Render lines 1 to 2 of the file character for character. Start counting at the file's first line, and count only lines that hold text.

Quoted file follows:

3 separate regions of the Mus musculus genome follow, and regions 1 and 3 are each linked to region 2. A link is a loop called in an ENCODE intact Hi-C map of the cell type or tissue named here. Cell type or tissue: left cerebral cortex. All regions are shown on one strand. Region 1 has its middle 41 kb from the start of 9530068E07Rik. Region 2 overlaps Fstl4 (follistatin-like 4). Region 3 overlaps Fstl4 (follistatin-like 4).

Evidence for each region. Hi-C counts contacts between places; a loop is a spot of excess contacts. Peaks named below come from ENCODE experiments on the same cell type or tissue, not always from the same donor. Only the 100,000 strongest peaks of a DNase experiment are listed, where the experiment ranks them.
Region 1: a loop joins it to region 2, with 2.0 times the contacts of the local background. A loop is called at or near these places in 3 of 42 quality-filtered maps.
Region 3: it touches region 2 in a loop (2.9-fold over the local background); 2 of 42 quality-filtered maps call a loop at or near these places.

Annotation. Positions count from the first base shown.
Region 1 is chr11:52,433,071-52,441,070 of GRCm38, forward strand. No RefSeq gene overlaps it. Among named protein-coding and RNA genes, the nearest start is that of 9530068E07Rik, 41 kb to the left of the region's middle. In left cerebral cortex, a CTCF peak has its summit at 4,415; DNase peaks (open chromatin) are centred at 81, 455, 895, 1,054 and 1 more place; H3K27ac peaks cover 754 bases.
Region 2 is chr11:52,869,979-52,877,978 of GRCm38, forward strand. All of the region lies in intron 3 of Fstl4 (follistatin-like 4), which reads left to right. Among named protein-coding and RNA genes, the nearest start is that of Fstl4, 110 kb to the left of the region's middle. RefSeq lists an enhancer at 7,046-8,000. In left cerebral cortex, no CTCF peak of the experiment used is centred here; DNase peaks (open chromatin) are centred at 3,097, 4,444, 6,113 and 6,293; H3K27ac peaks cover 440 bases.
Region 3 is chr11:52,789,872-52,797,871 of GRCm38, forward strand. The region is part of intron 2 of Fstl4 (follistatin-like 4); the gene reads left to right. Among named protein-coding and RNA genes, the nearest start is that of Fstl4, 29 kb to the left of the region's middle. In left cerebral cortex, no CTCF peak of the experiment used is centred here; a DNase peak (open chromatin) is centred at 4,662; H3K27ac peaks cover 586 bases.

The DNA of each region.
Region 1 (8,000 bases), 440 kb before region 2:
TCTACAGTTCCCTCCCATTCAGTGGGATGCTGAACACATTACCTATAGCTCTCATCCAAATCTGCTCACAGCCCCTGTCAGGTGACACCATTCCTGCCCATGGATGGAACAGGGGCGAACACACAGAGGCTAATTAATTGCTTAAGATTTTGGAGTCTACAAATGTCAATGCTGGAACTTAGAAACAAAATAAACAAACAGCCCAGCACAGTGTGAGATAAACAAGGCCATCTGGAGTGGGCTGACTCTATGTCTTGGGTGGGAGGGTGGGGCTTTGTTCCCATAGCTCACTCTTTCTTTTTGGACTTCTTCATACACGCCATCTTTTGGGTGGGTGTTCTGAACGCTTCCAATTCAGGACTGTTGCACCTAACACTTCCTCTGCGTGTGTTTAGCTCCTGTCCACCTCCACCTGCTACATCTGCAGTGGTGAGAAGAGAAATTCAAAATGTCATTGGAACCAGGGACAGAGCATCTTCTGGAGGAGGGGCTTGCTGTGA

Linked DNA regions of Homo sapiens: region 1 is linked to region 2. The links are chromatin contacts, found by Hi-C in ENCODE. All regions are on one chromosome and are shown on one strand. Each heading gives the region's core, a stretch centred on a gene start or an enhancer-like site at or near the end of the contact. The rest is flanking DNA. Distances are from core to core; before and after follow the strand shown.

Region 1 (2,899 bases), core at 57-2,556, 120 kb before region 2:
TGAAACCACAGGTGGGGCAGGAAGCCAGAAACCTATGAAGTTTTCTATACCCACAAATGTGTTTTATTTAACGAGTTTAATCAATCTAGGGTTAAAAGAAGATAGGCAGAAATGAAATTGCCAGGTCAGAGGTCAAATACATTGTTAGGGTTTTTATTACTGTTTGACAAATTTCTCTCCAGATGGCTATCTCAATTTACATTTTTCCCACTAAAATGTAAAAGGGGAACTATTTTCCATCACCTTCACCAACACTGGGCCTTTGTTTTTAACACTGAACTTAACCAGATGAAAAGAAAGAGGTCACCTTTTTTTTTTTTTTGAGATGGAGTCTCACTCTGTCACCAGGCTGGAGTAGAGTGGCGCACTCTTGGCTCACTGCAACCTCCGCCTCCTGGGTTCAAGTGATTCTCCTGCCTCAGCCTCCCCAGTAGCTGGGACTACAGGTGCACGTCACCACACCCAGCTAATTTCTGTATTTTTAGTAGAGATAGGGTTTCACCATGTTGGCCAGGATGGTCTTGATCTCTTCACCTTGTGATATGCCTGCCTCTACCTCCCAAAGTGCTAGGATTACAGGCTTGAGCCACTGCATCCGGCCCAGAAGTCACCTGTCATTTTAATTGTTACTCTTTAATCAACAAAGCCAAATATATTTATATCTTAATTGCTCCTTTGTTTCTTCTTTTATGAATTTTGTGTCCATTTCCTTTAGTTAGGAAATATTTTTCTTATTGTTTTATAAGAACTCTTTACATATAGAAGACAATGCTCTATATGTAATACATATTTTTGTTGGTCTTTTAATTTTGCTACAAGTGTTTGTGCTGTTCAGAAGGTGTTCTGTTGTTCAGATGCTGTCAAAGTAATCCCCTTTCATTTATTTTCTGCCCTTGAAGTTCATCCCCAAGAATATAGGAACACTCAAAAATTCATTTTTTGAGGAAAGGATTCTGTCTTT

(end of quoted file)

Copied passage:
3 separate regions of the Mus musculus genome follow, and regions 1 and 3 are each linked to region 2. A link is a loop called in an ENCODE intact Hi-C map of the cell type or tissue named here. Cell type or tissue: left cerebral cortex. All regions are shown on one strand. Region 1 has its middle 41 kb from the start of 9530068E07Rik. Region 2 overlaps Fstl4 (follistatin-like 4). Region 3 overlaps Fstl4 (follistatin-like 4).

Evidence for each region. Hi-C counts contacts between places; a loop is a spot of excess contacts. Peaks named below come from ENCODE experiments on the same cell type or tissue, not always from the same donor. Only the 100,000 strongest peaks of a DNase experiment are listed, where the experiment ranks them.